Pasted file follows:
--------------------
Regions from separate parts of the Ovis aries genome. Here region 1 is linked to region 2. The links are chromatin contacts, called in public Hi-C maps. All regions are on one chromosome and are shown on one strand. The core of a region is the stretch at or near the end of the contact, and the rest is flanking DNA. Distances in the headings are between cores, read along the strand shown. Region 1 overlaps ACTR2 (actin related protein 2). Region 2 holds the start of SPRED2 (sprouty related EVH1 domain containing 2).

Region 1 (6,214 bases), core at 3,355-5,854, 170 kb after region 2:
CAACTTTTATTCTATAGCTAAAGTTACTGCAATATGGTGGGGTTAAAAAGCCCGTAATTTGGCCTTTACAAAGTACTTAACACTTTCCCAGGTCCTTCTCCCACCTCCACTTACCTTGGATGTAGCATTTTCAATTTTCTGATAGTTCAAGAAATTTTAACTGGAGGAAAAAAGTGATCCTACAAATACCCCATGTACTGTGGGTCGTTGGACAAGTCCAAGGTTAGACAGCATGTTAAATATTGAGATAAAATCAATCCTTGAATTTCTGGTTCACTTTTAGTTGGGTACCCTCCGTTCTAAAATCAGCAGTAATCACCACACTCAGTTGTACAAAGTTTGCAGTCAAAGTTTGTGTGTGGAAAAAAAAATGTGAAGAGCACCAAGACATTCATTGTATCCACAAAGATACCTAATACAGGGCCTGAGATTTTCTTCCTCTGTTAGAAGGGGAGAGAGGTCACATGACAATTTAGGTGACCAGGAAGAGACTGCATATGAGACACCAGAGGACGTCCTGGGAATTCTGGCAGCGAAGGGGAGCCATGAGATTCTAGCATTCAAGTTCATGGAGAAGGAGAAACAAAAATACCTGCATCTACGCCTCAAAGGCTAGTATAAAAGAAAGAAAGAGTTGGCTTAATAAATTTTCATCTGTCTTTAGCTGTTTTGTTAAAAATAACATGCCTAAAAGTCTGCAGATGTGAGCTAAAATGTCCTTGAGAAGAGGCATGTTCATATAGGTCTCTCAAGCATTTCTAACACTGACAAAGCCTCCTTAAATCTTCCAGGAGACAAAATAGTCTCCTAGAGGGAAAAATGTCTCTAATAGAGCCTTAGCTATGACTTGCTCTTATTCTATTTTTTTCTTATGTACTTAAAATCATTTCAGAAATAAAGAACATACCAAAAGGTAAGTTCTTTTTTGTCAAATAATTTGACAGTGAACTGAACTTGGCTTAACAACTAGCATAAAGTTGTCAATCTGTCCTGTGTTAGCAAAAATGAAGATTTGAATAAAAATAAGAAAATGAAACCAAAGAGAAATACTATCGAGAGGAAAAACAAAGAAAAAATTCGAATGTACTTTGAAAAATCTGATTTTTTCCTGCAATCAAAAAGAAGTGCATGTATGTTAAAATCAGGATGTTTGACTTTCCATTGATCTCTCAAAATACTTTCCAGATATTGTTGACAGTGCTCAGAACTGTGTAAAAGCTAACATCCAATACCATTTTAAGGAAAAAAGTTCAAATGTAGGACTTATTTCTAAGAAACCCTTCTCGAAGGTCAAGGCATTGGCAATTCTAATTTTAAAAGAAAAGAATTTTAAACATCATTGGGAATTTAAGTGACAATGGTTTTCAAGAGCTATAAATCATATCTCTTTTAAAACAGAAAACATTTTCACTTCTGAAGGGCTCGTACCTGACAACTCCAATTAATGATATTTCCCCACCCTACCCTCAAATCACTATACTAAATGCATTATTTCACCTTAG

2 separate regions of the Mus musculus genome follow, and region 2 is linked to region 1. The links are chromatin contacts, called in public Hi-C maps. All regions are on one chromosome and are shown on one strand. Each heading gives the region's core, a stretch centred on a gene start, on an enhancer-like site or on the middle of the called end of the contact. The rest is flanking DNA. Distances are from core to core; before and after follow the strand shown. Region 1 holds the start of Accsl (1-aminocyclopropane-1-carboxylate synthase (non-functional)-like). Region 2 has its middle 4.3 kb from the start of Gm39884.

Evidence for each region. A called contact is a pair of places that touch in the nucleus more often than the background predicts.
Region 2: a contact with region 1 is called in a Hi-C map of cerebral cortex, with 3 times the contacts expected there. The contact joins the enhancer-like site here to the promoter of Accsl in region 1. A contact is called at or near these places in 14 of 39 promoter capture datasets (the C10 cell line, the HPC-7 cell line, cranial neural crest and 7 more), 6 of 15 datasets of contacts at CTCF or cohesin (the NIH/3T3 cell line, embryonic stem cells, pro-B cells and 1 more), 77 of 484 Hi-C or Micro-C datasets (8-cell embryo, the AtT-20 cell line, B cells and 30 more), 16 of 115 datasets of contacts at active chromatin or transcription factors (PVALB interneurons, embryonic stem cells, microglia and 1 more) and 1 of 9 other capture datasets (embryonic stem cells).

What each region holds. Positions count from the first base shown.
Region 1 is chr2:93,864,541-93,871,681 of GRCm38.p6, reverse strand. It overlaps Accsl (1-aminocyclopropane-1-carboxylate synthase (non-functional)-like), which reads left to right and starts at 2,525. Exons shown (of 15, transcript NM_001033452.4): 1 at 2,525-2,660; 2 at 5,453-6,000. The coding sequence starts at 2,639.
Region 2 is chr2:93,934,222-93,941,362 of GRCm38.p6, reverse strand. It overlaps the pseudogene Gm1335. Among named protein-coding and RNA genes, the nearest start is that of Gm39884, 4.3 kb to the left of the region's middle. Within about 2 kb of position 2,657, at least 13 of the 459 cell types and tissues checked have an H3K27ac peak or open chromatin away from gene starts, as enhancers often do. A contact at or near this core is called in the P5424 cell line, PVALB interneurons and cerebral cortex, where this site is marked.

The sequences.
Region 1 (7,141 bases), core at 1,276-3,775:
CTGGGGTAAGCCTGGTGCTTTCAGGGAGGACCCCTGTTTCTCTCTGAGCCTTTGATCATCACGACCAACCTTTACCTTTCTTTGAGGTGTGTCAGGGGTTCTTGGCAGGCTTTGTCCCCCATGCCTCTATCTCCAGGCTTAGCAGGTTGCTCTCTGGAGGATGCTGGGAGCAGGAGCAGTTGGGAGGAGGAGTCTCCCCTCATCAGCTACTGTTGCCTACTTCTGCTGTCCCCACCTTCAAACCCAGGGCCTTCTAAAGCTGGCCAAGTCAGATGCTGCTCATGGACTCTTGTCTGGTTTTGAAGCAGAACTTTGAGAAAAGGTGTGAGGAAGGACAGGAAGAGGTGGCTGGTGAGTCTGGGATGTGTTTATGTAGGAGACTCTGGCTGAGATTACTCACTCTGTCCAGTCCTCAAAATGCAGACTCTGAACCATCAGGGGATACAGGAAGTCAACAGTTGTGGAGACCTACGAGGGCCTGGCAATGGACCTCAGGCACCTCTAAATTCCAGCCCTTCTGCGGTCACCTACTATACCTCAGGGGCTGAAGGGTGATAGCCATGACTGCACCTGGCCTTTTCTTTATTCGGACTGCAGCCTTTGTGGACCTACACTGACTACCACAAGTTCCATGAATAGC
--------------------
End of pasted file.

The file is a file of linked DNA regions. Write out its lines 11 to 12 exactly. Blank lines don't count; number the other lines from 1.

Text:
Region 1 (7,141 bases), core at 1,276-3,775:
CTGGGGTAAGCCTGGTGCTTTCAGGGAGGACCCCTGTTTCTCTCTGAGCCTTTGATCATCACGACCAACCTTTACCTTTCTTTGAGGTGTGTCAGGGGTTCTTGGCAGGCTTTGTCCCCCATGCCTCTATCTCCAGGCTTAGCAGGTTGCTCTCTGGAGGATGCTGGGAGCAGGAGCAGTTGGGAGGAGGAGTCTCCCCTCATCAGCTACTGTTGCCTACTTCTGCTGTCCCCACCTTCAAACCCAGGGCCTTCTAAAGCTGGCCAAGTCAGATGCTGCTCATGGACTCTTGTCTGGTTTTGAAGCAGAACTTTGAGAAAAGGTGTGAGGAAGGACAGGAAGAGGTGGCTGGTGAGTCTGGGATGTGTTTATGTAGGAGACTCTGGCTGAGATTACTCACTCTGTCCAGTCCTCAAAATGCAGACTCTGAACCATCAGGGGATACAGGAAGTCAACAGTTGTGGAGACCTACGAGGGCCTGGCAATGGACCTCAGGCACCTCTAAATTCCAGCCCTTCTGCGGTCACCTACTATACCTCAGGGGCTGAAGGGTGATAGCCATGACTGCACCTGGCCTTTTCTTTATTCGGACTGCAGCCTTTGTGGACCTACACTGACTACCACAAGTTCCATGAATAGC